I was burned out from exhaustion, buried in the hail
Poisoned in the bushes an’ blown out on the trail
Hunted like a crocodile, ravaged in the corn
Come in, she said
I’ll give ya shelter from the storm
[ Bob Dylan, Shelter from the Storm]

In the mid-70s, Bob Dylan wrote about a man going through a storm of feelings and problems, including feeling “burned out from exhaustion”. This term represented a critical cultural moment — precisely in this decade, Burnout received scientific legitimacy and captured broad attention from the general population. These days, this term is uncomfortably familiar. In the most recent news, we see Portugal as the country in the European Union where people are at the highest risk of Burnout. What does this mean? If, on the one hand, it is true that estimations of burnout prevalence vary considerably according to the definition of Burnout that is applied, there is also another unavoidable truth: Burnout has become one of the most critical occupational psychosocial risks in today’s society, generating high costs for both individuals and organizations. But do we understand it well? Is it easy to comprehend what “storm” we are discussing and where our “shelter” can be found?

In the first definition proposed by Freudenberger, Burnout appears as a state of exhaustion, fatigue and frustration due to a professional activity that does not match expectations. Thus, already in this first definition, the mismatch between expectations and results emerges as the precursor to the exhaustion/fatigue/frustration that characterizes Burnout. Years later, Maslach and Jackson reformulated the concept and included interpersonal dimensions in the definition of this syndrome, depicting Burnout as a psychological syndrome characterized by emotional exhaustion, depersonalization and a reduction in personal achievement. From this moment on, it becomes clear that this syndrome goes far beyond the fatigue/exhaustion we commonly associate with Burnout. Nowadays, it is consensual that from a psychological point of view, this syndrome has cognitive, emotional and behavioural consequences, translating into negative behaviours towards work, peers, and even users/clients and the professional role itself.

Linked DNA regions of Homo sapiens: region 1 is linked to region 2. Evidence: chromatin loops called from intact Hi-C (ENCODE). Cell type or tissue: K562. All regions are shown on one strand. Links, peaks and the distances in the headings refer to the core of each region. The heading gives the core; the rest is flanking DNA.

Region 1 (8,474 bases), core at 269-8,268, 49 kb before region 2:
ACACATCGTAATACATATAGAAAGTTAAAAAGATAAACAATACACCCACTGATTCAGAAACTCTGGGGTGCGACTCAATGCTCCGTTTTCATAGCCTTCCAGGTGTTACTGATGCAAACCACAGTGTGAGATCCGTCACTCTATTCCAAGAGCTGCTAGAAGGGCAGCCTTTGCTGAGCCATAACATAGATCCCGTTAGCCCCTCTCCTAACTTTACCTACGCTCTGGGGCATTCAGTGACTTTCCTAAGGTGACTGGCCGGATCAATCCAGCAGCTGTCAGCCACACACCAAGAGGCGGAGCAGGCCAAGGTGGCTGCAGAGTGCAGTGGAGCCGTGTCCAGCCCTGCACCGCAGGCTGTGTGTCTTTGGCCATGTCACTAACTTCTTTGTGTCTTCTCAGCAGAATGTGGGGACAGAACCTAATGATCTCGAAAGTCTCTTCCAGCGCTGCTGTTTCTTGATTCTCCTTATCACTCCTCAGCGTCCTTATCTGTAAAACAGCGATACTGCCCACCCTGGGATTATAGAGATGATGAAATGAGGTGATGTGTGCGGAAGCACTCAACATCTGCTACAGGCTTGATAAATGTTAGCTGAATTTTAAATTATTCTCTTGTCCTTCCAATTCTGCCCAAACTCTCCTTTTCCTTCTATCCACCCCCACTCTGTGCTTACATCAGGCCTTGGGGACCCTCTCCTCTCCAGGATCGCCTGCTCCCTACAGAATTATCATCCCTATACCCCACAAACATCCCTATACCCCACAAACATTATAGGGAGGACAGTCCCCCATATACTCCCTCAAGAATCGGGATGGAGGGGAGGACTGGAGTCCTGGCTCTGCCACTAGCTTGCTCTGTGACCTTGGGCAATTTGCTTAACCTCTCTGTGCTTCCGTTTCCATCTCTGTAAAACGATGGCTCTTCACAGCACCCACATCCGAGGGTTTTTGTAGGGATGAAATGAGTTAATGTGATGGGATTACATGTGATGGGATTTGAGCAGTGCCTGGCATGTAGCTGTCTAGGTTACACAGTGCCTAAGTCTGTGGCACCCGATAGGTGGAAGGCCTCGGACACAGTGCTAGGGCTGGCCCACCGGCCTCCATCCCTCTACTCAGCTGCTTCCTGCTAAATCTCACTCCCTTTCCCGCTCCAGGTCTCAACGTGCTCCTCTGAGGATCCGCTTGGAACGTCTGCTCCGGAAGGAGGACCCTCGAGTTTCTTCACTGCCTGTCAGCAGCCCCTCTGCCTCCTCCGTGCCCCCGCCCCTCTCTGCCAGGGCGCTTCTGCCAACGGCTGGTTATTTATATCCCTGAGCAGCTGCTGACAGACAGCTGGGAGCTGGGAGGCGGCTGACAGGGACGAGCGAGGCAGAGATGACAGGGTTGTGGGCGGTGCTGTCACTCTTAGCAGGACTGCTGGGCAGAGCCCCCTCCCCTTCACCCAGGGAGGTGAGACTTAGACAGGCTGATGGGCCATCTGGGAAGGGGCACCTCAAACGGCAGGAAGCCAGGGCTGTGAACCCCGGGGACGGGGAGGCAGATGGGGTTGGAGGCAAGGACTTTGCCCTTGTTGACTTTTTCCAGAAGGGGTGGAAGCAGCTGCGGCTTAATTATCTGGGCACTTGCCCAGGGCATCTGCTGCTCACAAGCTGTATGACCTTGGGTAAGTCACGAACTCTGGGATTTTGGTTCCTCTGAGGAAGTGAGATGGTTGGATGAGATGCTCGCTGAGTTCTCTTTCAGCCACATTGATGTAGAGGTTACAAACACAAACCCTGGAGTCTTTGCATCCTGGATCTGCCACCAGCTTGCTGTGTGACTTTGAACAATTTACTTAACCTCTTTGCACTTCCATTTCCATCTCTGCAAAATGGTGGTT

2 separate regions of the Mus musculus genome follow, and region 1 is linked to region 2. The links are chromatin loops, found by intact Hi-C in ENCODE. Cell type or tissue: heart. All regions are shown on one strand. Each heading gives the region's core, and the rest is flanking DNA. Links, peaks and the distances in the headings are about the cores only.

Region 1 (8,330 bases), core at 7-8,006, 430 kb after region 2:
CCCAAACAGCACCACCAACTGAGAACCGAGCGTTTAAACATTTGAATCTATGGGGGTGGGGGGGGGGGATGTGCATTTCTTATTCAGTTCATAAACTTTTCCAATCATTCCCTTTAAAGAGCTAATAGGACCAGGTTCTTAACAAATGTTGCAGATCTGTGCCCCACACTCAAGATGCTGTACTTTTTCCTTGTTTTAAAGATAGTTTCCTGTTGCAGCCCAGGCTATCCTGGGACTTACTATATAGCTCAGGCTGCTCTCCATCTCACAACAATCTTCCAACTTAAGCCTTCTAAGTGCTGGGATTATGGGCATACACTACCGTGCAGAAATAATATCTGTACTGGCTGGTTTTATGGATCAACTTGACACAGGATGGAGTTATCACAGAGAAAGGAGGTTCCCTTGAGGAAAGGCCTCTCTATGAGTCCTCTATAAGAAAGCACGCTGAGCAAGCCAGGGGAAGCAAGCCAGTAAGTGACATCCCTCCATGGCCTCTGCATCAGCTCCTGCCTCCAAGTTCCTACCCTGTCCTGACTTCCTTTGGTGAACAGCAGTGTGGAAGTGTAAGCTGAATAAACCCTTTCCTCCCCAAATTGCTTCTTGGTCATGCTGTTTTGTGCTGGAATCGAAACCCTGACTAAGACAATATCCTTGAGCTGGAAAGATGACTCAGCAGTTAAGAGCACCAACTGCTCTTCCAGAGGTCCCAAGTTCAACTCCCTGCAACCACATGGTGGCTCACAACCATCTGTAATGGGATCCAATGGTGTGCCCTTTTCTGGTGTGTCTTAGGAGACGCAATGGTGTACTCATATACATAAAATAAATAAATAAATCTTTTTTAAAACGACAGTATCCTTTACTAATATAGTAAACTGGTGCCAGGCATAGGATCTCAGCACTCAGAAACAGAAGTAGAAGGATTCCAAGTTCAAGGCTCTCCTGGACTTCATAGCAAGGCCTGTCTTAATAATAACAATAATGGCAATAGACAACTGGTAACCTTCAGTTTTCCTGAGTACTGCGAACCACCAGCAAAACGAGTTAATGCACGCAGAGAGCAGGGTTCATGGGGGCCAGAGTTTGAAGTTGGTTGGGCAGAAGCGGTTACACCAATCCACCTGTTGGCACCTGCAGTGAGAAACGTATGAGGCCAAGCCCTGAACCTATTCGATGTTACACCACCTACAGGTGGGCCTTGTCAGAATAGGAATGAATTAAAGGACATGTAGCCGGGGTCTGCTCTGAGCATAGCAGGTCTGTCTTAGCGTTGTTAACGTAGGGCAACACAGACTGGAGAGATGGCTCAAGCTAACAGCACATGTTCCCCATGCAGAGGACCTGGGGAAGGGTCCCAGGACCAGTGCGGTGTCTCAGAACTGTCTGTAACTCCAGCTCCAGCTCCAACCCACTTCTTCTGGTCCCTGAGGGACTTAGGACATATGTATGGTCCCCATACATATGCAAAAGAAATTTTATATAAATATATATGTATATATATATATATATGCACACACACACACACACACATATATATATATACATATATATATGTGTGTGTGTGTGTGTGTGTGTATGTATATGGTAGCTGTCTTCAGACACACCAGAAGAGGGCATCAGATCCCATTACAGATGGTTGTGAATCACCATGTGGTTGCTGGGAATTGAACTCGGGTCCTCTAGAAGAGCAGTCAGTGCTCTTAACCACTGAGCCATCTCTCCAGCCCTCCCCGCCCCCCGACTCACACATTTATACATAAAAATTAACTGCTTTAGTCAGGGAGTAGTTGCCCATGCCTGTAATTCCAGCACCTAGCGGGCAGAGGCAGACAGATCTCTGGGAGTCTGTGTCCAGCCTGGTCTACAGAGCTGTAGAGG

It is also important to realize that although the prevalence of this syndrome has increased over time (much due to changes in the workforce, as well as in the economy and job security), this emotional, psychological and behavioural state has been part of the human condition from an early age. Deep diving into our history, we realize that the origins of Burnout can be traced back to Ancient Greece, where the idea of melancholy and the theory of the 4 humours were first introduced — referring to a feeling of sadness and inability to enjoy the pleasures of life — as well as in the concept of Acedia — an emotion associated with a state of apathy or inertia. Burnout, as we know it today, parallels the idea of Neurasthenia (neuro = brain, asthenia = weakness), which appeared 100 years before.

Burnout is often identified as the disease of the 21st century. Why is that? Could it be a characteristic or consequence of a society focused on work and productivity? Are we living to work and not working to live? Burnout represents a real puzzle when we think about work. So let’s start by exploring the role of work in our lives.

In fact, work occupies a large part of our lives; it organizes our social role, the context we live in and even how we present ourselves (it is not by chance that when we introduce ourselves to someone, we often say our name and what we do for living). Due to this predominant role in our lives, work is commonly seen as a source of purpose and meaning. Additionally, we live in a culture in which much of our value as a person relates to how hardworking and competent we are (note that “She is a hard worker” is a compliment that often sparks a broad smile in our parents and/or caregivers )! As a result, we place too much expectation of life fulfilment on work and are unaware that work is unlikely to be the source of such purpose and satisfaction. When reflecting on this, it is important to exercise a non-judgmental and non-deterministic attitude: work can be a source of personal fulfilment, purpose and meaning in life. It just doesn’t have to be.